Later career[edit]

After Wang Zhixing took over Wuning Circuit, however, he participated in the imperial government's campaigns against other rebellious generals. For example, later in 822, when soldiers of neighboring Xuanwu Circuit (宣武, headquartered in modern Kaifeng, Henan) expelled Li Yuan (who was then Xuanwu's military governor) under the leadership of Li Jie (李㝏), Wang Zhixing aided Gao Chengjian (高承簡) the prefect of Song Prefecture (宋州, in modern Shangqiu, Henan), who was resisting Li Jie's attacks. With Wang's help, Gao was able to repel Li Jie's attacks, and subsequently, with other imperial troops converging on Xuanwu, Li Jie was killed by his own subordinates.[6]

While at Wuning, Wang used the wealth that he gathered to bribe powerful imperial officials, to rehabilitate his reputation. As a result, he received a number of honorific titles.[3] In 824, by which time Emperor Muzong's son Emperor Jingzong were emperor, Wang requested permission for him to let people take tonsure (i.e., to become Buddhist monks) at Si Prefecture (泗州, in modern Huai'an, Jiangsu), to seek divine favors for Emperor Jingzong. Emperor Jingzong initially agreed. As a result, people were rushing to Si Prefecture to take tonsure, to avoid taxes; the fees they paid caused Wang to become even more wealthy. When Li Deyu the governor of Zhexi Circuit (浙西, headquartered in modern Zhenjiang, Jiangsu) submitted an objection and pointed out that if this continued, Zhexi and its neighboring circuits would lose some 600,000 battle-capable young men, Emperor Jingzong ordered a stop to the practice.[7]

In 826, after the death of Li Quanlüe (李全略) the military governor of Henghai Circuit (橫海, headquartered in modern Cangzhou, Hebei), Li's son Li Tongjie seized control of the circuit and sought to succeed his father. In 827, Emperor Jingzong's brother and successor Emperor Wenzong offered to make Li Tongjie the military governor of Yanhai Circuit (兗海, headquartered in modern Jining) and a former military governor of Henghai, Wu Chongyin, the military governor of Henghai, Li Tongjie refused. As the imperial government subsequently prepared for war against Henghai, Wang offered to attack Henghai without imperial expenditure. (Typically, when circuits send troops on imperial campaigns, the imperial government paid for the soldiers' expenses.) Emperor Wenzong agreed, and subsequently commissioned Wang and several other nearby military governors to converge on Henghai. Subsequently, when Wu died while still on the campaign, Emperor Wenzong made Li Huan (李寰) the military governor of Baoyi Circuit (保義, headquartered in modern Linfen, Shanxi) the military governor of Shanxi, at Wang's request, and further bestowed the honorific chancellor title of Tong Zhongshu Menxia Pingzhangshi (同中書門下平章事) on Wang. (When Li Huan subsequently was slow in reporting to the battlefront, Emperor Wenzong was forced to replace him with Fu Liangbi (傅良弼).) Meanwhile, Wang was able to capture Di Prefecture (棣州, in modern Binzhou, Shandong) and was given the honorific title of acting Situ (司徒, one of the Three Excellencies).[7]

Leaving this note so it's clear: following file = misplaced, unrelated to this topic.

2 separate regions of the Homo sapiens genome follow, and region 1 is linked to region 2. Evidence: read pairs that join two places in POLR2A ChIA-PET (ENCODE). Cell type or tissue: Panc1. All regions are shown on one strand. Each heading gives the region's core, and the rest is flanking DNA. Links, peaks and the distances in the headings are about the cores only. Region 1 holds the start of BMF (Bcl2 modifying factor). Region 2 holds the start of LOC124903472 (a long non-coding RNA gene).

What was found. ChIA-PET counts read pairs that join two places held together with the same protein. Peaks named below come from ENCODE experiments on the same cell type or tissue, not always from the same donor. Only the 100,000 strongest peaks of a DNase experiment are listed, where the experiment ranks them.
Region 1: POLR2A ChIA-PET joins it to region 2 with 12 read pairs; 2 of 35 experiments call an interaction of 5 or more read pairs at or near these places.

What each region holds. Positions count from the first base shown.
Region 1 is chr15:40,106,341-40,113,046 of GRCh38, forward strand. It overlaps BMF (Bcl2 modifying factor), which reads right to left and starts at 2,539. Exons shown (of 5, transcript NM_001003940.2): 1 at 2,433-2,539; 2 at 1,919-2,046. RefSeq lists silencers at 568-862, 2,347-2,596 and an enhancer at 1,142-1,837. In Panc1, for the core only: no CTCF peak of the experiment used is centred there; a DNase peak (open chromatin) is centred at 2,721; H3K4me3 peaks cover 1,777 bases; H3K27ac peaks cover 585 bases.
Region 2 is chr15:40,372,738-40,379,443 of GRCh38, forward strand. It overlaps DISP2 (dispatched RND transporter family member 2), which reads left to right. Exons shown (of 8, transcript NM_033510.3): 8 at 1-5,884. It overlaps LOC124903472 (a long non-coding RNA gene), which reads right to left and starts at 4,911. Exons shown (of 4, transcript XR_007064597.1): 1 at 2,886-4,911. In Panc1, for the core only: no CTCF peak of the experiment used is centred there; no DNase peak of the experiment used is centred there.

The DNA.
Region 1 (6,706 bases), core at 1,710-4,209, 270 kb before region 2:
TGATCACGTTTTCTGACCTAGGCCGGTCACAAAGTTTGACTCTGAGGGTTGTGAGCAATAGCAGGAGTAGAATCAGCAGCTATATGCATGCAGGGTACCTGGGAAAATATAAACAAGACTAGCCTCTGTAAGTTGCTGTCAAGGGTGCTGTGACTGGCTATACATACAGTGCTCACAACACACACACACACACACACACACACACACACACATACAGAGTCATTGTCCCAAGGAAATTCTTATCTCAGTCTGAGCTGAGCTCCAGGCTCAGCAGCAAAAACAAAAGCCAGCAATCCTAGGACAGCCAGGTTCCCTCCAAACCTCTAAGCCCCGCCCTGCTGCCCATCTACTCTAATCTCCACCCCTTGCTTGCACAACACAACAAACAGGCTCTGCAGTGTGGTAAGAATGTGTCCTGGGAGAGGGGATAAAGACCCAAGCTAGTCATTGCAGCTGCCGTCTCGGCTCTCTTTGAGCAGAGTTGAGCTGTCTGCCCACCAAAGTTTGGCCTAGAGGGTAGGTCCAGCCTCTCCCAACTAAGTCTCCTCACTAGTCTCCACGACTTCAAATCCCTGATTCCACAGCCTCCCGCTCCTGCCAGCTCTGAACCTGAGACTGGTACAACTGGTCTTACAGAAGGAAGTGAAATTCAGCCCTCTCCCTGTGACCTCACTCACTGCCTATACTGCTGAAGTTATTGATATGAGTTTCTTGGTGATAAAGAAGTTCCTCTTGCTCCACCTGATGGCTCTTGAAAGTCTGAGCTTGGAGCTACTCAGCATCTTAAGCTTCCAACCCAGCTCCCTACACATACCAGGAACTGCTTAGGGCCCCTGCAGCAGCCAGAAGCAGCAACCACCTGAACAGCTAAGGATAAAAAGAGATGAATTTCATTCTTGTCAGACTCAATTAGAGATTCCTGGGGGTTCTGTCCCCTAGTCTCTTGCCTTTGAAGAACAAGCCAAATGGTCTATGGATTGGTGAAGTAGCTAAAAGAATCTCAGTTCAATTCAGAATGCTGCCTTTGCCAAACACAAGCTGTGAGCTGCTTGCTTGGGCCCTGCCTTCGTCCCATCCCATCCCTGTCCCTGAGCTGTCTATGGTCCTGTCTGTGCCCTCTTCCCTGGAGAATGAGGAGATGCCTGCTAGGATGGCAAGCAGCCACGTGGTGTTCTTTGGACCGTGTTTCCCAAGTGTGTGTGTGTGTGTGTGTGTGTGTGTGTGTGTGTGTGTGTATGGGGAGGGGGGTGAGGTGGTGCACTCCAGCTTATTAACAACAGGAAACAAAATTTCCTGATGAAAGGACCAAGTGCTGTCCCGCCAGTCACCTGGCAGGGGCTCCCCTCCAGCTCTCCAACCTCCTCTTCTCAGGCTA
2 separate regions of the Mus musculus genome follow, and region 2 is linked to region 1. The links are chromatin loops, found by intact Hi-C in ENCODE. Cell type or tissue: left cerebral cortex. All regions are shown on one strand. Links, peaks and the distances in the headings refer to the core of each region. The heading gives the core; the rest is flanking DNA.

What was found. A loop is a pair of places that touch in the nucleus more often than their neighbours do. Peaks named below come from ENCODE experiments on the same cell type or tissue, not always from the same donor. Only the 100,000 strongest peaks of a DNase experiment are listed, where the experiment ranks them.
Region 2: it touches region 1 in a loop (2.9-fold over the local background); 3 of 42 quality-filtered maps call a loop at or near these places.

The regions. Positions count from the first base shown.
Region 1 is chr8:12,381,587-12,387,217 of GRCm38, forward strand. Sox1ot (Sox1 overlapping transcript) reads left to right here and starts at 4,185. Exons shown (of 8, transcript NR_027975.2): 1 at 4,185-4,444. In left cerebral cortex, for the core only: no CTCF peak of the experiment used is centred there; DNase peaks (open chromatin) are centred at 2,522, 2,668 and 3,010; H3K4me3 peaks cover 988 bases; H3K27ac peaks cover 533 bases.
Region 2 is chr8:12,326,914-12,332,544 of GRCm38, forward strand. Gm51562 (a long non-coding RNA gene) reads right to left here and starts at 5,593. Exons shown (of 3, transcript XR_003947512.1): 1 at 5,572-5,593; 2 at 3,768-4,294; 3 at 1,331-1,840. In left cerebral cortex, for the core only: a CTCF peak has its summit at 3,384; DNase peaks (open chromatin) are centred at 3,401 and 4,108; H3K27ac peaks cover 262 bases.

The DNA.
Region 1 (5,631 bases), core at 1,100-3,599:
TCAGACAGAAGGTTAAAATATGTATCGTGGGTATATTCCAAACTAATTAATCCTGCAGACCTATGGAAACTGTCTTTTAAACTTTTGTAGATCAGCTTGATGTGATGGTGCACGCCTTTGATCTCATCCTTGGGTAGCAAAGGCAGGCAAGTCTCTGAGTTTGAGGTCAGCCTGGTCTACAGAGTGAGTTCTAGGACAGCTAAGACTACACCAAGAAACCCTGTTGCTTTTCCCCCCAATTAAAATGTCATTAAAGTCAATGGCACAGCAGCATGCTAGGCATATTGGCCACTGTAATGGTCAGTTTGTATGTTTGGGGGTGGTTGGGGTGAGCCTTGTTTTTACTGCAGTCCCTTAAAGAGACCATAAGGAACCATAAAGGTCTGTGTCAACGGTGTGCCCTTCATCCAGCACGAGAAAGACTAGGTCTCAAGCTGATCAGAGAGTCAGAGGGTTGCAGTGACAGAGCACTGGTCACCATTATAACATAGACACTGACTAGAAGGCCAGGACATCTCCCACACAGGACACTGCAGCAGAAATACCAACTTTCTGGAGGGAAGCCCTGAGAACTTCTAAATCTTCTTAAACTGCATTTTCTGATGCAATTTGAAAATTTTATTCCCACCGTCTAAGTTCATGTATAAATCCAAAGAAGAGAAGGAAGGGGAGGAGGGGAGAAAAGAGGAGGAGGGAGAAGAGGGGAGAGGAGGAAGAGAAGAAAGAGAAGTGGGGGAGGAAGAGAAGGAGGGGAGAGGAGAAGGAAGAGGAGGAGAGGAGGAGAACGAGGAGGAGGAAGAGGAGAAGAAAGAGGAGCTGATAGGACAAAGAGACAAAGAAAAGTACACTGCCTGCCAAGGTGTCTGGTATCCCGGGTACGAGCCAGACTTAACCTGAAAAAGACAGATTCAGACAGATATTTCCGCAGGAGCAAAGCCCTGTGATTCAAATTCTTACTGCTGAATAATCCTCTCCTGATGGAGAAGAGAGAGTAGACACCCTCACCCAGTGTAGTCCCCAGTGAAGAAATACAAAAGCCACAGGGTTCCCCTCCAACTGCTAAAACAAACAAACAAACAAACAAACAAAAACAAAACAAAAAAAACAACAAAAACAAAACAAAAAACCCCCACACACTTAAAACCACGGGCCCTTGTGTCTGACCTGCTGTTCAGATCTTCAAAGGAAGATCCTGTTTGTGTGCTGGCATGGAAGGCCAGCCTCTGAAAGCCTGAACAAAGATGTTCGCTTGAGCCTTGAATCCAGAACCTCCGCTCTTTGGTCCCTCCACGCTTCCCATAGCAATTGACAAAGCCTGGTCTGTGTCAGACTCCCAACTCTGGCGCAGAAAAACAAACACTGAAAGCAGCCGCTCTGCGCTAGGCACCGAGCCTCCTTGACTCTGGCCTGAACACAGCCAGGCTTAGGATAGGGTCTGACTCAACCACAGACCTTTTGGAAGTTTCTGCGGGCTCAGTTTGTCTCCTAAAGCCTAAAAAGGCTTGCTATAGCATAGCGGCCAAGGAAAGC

Meanwhile, by this point, Wang was cruel to his soldiers. Meanwhile, his officer Shi Xiong was considered a fierce soldier and treated soldiers well. The soldiers were therefore considering expelling Wang and replacing him with Shi. When Wang became aware of this, Wang requested that Shi be promoted for his battlefield achievements. Emperor Wenzong agreed, and made Shi the prefect of Bi Prefecture (壁州, in modern Bazhong, Sichuan). As soon as Shi left Wuning, Wang slaughtered some 100 officials who were friendly to Shi, and accused Shi of treason, requesting Shi's execution. Emperor Wenzong, while aware that this was a false accusation, could not resist Wang. He declared Shi guilty, but did not execute Shi, instead exiling Shi to Bai Prefecture (白州, in modern Yulin, Guangxi).[8]

In winter 829, Wang went to Chang'an to pay homage to Emperor Wenzong. He was subsequently made the military governor of Zhongwu Circuit as well as the prefect of its capital prefecture Xu Prefecture (許州). In 833, he was made the military governor of Hezhong Circuit (河中, headquartered in modern Yuncheng, Shanxi), as well as the mayor of its capital Hezhong Municipality.[3][8] In 835, he was made the military governor of Xuanwu and the prefect of its capital Bian Prefecture (汴州). He died in 836 and was given posthumous honors. He was buried near the eastern capital Luoyang, and it was said that some 1,000 officers from the four circuits he served attended the funeral.[3] His son Wang Zai later became a well-known general as well.[3][9]

Notes and references[edit]

  1. ^ Academia Sinica Chinese-Western Calendar Converter.
  2. ^ Old Book of Tang, vol. 17, part 2.
  3. ^ a b c d e f g h i j Old Book of Tang, vol. 156.
  4. ^ a b Zizhi Tongjian, vol. 227.
  5. ^ Zizhi Tongjian, vol. 239.
  6. ^ a b c d Zizhi Tongjian, vol. 242.
  7. ^ a b Zizhi Tongjian, vol. 243.
  8. ^ a b Zizhi Tongjian, vol. 244.
  9. ^ New Book of Tang, vol. 172.